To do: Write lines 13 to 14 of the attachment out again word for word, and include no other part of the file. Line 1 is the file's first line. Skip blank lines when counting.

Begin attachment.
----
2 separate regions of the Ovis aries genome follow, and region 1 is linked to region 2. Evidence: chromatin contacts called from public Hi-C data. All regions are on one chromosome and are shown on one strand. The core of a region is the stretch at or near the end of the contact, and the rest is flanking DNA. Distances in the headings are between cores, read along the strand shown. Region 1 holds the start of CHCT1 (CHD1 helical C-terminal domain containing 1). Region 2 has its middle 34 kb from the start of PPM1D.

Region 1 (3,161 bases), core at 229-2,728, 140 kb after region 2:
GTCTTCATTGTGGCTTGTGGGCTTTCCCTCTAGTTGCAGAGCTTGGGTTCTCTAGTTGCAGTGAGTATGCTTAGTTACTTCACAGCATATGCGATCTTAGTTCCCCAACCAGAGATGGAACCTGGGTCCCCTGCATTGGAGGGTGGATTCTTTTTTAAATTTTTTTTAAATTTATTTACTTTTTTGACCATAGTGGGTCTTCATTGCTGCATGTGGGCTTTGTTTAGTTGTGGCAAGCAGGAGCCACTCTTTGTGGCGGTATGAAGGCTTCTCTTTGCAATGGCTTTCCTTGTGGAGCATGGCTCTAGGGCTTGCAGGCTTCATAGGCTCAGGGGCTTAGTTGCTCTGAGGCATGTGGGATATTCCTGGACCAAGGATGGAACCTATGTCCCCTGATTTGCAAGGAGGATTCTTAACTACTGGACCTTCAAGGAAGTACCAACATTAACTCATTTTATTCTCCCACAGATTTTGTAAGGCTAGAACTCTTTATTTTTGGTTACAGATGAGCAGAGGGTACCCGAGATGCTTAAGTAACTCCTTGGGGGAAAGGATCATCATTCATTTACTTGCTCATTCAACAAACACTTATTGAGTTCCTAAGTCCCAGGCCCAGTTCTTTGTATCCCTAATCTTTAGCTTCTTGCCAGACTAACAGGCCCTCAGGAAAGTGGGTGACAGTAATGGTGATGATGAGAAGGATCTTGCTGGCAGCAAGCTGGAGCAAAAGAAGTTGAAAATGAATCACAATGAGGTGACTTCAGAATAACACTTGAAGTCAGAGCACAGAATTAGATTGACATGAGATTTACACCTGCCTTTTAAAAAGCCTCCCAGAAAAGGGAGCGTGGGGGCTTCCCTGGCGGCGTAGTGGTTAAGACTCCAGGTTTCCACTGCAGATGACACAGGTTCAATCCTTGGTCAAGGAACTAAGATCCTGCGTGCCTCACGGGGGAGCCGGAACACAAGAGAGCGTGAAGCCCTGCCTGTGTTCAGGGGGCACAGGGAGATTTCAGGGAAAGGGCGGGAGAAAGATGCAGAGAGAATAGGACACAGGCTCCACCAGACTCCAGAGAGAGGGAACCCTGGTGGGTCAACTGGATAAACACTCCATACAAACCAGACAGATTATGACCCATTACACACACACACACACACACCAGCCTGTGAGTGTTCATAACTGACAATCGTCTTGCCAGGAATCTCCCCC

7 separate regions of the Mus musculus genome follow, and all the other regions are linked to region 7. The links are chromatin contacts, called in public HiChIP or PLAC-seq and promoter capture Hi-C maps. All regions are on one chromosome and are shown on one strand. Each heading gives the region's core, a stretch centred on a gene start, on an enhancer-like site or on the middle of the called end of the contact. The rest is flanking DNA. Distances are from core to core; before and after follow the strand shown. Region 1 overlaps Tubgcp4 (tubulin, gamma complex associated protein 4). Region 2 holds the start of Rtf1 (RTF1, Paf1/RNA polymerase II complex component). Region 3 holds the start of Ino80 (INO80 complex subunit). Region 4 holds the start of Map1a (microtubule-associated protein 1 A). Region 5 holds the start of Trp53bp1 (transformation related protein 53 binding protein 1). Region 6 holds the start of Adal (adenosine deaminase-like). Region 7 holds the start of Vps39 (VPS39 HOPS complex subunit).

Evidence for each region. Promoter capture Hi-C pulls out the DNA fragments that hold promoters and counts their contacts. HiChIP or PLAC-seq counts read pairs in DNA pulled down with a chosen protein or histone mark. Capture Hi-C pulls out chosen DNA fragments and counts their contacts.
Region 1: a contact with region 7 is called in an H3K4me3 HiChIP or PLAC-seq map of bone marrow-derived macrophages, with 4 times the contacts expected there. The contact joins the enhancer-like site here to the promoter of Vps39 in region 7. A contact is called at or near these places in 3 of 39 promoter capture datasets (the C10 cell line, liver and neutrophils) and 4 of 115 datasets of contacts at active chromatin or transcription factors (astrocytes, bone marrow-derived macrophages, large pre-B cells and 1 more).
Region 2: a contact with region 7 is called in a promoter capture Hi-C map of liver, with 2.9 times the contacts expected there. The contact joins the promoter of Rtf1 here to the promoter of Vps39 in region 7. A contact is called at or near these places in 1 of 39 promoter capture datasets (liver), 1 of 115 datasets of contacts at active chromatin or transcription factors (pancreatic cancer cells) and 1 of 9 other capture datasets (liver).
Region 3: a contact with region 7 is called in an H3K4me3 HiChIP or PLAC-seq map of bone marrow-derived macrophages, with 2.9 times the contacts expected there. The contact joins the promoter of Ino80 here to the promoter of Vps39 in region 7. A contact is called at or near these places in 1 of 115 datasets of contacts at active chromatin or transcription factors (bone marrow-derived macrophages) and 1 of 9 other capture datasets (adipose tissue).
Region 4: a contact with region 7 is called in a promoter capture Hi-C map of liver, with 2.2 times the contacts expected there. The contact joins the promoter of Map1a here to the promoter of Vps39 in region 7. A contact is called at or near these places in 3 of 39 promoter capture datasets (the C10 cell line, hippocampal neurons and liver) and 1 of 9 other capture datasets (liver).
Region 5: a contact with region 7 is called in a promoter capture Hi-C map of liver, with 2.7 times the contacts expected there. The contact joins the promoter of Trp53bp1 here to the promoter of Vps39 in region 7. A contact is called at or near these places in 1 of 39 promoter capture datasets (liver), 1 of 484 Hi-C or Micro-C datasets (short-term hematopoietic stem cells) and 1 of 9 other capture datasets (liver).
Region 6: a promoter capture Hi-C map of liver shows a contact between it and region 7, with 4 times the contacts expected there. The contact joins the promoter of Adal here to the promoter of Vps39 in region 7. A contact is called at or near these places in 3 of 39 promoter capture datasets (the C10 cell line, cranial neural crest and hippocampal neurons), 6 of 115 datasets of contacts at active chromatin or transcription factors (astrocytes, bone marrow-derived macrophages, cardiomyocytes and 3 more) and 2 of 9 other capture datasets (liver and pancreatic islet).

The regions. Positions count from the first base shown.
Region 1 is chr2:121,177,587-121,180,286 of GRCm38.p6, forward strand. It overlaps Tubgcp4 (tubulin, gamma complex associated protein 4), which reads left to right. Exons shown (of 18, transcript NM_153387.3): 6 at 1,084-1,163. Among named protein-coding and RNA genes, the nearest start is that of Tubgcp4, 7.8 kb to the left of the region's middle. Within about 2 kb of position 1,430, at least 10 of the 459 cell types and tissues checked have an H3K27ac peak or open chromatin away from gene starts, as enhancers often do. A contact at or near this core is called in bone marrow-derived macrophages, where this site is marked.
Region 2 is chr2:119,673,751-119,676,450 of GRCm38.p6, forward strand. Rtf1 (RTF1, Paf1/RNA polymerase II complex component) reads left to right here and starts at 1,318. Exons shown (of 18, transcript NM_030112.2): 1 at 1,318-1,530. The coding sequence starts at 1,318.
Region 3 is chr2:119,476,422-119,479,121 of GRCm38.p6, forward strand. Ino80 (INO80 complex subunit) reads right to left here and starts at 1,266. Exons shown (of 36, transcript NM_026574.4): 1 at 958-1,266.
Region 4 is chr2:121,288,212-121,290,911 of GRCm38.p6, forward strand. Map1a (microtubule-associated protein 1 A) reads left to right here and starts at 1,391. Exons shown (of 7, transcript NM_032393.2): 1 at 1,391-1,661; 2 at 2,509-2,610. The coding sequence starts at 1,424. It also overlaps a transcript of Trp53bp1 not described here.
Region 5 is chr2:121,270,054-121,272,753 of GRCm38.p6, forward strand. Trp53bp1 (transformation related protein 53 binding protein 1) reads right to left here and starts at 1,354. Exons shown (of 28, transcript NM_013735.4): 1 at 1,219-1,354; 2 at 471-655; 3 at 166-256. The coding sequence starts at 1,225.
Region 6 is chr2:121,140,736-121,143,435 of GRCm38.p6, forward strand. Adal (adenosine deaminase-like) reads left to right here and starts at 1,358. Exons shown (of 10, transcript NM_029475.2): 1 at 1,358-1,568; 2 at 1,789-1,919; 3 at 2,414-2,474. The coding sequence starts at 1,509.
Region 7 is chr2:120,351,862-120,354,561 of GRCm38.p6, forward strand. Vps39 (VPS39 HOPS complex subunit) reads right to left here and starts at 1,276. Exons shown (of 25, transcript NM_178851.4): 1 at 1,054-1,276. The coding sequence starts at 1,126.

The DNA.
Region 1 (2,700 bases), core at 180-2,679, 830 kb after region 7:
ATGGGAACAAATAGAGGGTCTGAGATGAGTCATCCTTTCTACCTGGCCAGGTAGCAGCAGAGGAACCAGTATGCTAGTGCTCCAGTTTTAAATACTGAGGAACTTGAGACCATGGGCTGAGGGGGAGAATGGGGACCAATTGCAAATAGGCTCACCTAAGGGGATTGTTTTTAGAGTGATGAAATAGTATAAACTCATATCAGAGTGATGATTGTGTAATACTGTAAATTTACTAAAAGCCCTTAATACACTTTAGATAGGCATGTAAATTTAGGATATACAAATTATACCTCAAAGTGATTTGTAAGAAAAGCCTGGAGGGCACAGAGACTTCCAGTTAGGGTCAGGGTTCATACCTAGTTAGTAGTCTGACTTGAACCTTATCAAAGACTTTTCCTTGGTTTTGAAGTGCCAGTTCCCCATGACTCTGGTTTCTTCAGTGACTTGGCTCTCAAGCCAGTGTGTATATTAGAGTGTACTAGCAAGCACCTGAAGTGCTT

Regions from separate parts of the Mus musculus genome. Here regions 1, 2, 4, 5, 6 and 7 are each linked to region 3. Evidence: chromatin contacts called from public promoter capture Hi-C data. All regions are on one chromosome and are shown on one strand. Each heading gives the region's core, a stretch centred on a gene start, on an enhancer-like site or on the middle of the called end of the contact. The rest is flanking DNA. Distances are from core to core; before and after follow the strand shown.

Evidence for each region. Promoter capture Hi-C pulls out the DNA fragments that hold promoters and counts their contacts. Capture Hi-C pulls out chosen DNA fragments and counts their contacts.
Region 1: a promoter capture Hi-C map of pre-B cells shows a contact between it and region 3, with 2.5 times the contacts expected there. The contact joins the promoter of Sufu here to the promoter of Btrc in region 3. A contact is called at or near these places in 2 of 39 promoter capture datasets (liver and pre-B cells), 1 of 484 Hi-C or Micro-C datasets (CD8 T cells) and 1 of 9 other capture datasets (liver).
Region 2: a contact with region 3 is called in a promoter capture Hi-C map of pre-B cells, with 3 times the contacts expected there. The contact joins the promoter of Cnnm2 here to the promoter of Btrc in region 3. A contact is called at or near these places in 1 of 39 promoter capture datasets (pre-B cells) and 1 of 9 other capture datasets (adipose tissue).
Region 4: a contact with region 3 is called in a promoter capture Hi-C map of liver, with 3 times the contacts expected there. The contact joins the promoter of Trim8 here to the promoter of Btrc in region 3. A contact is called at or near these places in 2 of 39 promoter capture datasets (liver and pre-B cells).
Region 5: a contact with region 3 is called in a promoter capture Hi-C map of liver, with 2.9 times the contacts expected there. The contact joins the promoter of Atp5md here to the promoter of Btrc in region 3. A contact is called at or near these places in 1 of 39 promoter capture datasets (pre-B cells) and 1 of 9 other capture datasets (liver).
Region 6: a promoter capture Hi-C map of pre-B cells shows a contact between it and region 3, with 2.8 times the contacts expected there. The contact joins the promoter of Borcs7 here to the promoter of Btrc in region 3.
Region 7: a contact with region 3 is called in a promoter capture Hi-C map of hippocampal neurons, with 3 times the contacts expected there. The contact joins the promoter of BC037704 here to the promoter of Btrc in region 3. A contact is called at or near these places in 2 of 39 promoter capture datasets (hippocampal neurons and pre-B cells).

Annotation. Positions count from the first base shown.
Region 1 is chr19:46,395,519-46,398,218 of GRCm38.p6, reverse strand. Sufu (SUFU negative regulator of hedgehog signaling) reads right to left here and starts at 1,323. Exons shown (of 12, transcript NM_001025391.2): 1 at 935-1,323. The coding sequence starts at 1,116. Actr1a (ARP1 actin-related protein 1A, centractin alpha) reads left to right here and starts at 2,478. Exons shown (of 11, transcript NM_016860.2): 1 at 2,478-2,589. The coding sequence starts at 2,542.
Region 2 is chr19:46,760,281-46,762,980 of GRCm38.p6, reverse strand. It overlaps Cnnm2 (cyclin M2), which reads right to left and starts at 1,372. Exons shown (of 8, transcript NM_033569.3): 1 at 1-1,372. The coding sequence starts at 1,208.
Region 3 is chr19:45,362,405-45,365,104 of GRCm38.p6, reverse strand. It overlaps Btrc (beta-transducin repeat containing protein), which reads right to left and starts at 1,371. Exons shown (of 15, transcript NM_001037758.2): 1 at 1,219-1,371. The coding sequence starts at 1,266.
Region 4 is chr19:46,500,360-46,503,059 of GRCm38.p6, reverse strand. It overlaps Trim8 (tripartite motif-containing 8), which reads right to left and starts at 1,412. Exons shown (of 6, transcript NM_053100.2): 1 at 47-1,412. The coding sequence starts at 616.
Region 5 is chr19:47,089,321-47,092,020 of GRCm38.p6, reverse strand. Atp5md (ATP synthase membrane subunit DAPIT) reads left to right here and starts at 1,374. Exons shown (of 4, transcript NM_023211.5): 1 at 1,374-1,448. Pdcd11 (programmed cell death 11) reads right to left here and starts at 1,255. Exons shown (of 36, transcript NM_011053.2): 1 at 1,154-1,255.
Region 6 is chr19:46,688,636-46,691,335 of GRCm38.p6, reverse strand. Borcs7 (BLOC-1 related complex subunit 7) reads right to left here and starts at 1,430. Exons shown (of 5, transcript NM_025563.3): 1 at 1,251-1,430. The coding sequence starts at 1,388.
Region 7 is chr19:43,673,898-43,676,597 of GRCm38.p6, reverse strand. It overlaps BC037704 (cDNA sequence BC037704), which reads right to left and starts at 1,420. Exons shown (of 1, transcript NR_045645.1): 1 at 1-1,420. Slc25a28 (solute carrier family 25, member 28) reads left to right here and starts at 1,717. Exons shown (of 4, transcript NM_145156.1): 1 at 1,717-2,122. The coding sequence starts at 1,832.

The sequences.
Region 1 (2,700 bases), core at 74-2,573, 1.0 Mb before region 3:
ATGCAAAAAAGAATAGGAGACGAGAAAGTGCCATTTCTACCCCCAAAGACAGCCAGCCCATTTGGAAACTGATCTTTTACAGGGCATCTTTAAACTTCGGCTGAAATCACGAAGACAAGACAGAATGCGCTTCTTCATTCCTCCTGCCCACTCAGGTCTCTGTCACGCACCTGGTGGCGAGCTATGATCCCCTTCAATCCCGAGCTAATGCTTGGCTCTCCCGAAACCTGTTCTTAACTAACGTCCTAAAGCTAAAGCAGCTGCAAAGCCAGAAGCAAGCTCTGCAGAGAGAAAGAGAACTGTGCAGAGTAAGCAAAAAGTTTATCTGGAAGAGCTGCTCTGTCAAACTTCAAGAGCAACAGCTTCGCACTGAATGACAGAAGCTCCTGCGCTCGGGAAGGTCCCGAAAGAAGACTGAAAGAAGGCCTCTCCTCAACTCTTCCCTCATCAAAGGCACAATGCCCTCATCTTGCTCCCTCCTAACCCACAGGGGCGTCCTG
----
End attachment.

Region 1 is chr2:121,177,587-121,180,286 of GRCm38.p6, forward strand. It overlaps Tubgcp4 (tubulin, gamma complex associated protein 4), which reads left to right. Exons shown (of 18, transcript NM_153387.3): 6 at 1,084-1,163. Among named protein-coding and RNA genes, the nearest start is that of Tubgcp4, 7.8 kb to the left of the region's middle. Within about 2 kb of position 1,430, at least 10 of the 459 cell types and tissues checked have an H3K27ac peak or open chromatin away from gene starts, as enhancers often do. A contact at or near this core is called in bone marrow-derived macrophages, where this site is marked.
Region 2 is chr2:119,673,751-119,676,450 of GRCm38.p6, forward strand. Rtf1 (RTF1, Paf1/RNA polymerase II complex component) reads left to right here and starts at 1,318. Exons shown (of 18, transcript NM_030112.2): 1 at 1,318-1,530. The coding sequence starts at 1,318.